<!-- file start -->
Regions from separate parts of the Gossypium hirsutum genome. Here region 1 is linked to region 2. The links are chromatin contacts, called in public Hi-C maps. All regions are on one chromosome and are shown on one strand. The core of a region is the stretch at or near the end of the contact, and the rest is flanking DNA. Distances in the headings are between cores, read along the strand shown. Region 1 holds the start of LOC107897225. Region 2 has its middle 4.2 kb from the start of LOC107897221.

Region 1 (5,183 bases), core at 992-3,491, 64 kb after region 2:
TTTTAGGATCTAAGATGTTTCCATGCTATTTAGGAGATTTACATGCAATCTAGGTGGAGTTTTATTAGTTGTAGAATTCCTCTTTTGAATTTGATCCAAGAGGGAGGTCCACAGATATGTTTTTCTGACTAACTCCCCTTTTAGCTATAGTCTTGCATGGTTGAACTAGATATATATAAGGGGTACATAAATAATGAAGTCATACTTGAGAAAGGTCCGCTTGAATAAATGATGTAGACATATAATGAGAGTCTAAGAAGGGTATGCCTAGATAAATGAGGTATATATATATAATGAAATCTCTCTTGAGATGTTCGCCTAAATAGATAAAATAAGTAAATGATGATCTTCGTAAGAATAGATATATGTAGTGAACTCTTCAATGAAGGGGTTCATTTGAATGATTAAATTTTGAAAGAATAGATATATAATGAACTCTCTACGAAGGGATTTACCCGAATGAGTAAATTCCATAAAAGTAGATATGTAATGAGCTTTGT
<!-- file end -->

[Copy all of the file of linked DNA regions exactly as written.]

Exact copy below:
Regions from separate parts of the Gossypium hirsutum genome. Here region 1 is linked to region 2. The links are chromatin contacts, called in public Hi-C maps. All regions are on one chromosome and are shown on one strand. The core of a region is the stretch at or near the end of the contact, and the rest is flanking DNA. Distances in the headings are between cores, read along the strand shown. Region 1 holds the start of LOC107897225. Region 2 has its middle 4.2 kb from the start of LOC107897221.

Region 1 (5,183 bases), core at 992-3,491, 64 kb after region 2:
TTTTAGGATCTAAGATGTTTCCATGCTATTTAGGAGATTTACATGCAATCTAGGTGGAGTTTTATTAGTTGTAGAATTCCTCTTTTGAATTTGATCCAAGAGGGAGGTCCACAGATATGTTTTTCTGACTAACTCCCCTTTTAGCTATAGTCTTGCATGGTTGAACTAGATATATATAAGGGGTACATAAATAATGAAGTCATACTTGAGAAAGGTCCGCTTGAATAAATGATGTAGACATATAATGAGAGTCTAAGAAGGGTATGCCTAGATAAATGAGGTATATATATATAATGAAATCTCTCTTGAGATGTTCGCCTAAATAGATAAAATAAGTAAATGATGATCTTCGTAAGAATAGATATATGTAGTGAACTCTTCAATGAAGGGGTTCATTTGAATGATTAAATTTTGAAAGAATAGATATATAATGAACTCTCTACGAAGGGATTTACCCGAATGAGTAAATTCCATAAAAGTAGATATGTAATGAGCTTTGT